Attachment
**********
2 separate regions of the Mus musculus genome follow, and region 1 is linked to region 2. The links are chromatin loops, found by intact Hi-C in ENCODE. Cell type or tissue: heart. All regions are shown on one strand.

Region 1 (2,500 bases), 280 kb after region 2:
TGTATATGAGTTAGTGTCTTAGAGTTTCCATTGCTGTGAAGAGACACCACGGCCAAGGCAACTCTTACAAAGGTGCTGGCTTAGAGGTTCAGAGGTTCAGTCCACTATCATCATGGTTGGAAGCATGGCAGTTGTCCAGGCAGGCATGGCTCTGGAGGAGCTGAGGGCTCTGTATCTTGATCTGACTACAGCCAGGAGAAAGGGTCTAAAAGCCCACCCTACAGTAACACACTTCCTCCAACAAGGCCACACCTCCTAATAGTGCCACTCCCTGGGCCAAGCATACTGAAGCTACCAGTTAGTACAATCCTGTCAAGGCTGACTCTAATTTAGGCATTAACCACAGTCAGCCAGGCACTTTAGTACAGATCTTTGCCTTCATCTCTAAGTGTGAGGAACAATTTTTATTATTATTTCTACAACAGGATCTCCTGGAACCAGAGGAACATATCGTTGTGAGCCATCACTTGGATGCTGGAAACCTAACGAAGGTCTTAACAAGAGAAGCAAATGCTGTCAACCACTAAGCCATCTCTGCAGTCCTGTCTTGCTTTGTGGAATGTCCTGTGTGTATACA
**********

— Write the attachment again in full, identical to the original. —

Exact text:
2 separate regions of the Mus musculus genome follow, and region 1 is linked to region 2. The links are chromatin loops, found by intact Hi-C in ENCODE. Cell type or tissue: heart. All regions are shown on one strand.

Region 1 (2,500 bases), 280 kb after region 2:
TGTATATGAGTTAGTGTCTTAGAGTTTCCATTGCTGTGAAGAGACACCACGGCCAAGGCAACTCTTACAAAGGTGCTGGCTTAGAGGTTCAGAGGTTCAGTCCACTATCATCATGGTTGGAAGCATGGCAGTTGTCCAGGCAGGCATGGCTCTGGAGGAGCTGAGGGCTCTGTATCTTGATCTGACTACAGCCAGGAGAAAGGGTCTAAAAGCCCACCCTACAGTAACACACTTCCTCCAACAAGGCCACACCTCCTAATAGTGCCACTCCCTGGGCCAAGCATACTGAAGCTACCAGTTAGTACAATCCTGTCAAGGCTGACTCTAATTTAGGCATTAACCACAGTCAGCCAGGCACTTTAGTACAGATCTTTGCCTTCATCTCTAAGTGTGAGGAACAATTTTTATTATTATTTCTACAACAGGATCTCCTGGAACCAGAGGAACATATCGTTGTGAGCCATCACTTGGATGCTGGAAACCTAACGAAGGTCTTAACAAGAGAAGCAAATGCTGTCAACCACTAAGCCATCTCTGCAGTCCTGTCTTGCTTTGTGGAATGTCCTGTGTGTATACA